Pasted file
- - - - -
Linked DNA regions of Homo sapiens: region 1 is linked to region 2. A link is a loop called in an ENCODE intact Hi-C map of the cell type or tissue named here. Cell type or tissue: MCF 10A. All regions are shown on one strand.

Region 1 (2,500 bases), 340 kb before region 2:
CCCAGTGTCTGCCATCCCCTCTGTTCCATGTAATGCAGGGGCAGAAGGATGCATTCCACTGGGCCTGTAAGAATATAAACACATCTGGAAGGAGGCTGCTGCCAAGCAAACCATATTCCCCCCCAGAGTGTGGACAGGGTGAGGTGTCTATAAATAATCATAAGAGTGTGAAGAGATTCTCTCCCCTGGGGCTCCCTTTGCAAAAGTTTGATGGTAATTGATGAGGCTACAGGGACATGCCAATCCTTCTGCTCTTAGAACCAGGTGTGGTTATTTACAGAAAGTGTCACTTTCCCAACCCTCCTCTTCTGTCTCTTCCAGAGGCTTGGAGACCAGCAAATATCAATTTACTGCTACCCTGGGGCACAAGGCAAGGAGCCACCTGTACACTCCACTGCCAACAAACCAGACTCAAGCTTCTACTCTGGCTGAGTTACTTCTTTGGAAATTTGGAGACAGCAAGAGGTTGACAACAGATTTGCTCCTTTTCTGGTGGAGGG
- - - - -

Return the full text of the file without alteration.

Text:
Linked DNA regions of Homo sapiens: region 1 is linked to region 2. A link is a loop called in an ENCODE intact Hi-C map of the cell type or tissue named here. Cell type or tissue: MCF 10A. All regions are shown on one strand.

Region 1 (2,500 bases), 340 kb before region 2:
CCCAGTGTCTGCCATCCCCTCTGTTCCATGTAATGCAGGGGCAGAAGGATGCATTCCACTGGGCCTGTAAGAATATAAACACATCTGGAAGGAGGCTGCTGCCAAGCAAACCATATTCCCCCCCAGAGTGTGGACAGGGTGAGGTGTCTATAAATAATCATAAGAGTGTGAAGAGATTCTCTCCCCTGGGGCTCCCTTTGCAAAAGTTTGATGGTAATTGATGAGGCTACAGGGACATGCCAATCCTTCTGCTCTTAGAACCAGGTGTGGTTATTTACAGAAAGTGTCACTTTCCCAACCCTCCTCTTCTGTCTCTTCCAGAGGCTTGGAGACCAGCAAATATCAATTTACTGCTACCCTGGGGCACAAGGCAAGGAGCCACCTGTACACTCCACTGCCAACAAACCAGACTCAAGCTTCTACTCTGGCTGAGTTACTTCTTTGGAAATTTGGAGACAGCAAGAGGTTGACAACAGATTTGCTCCTTTTCTGGTGGAGGG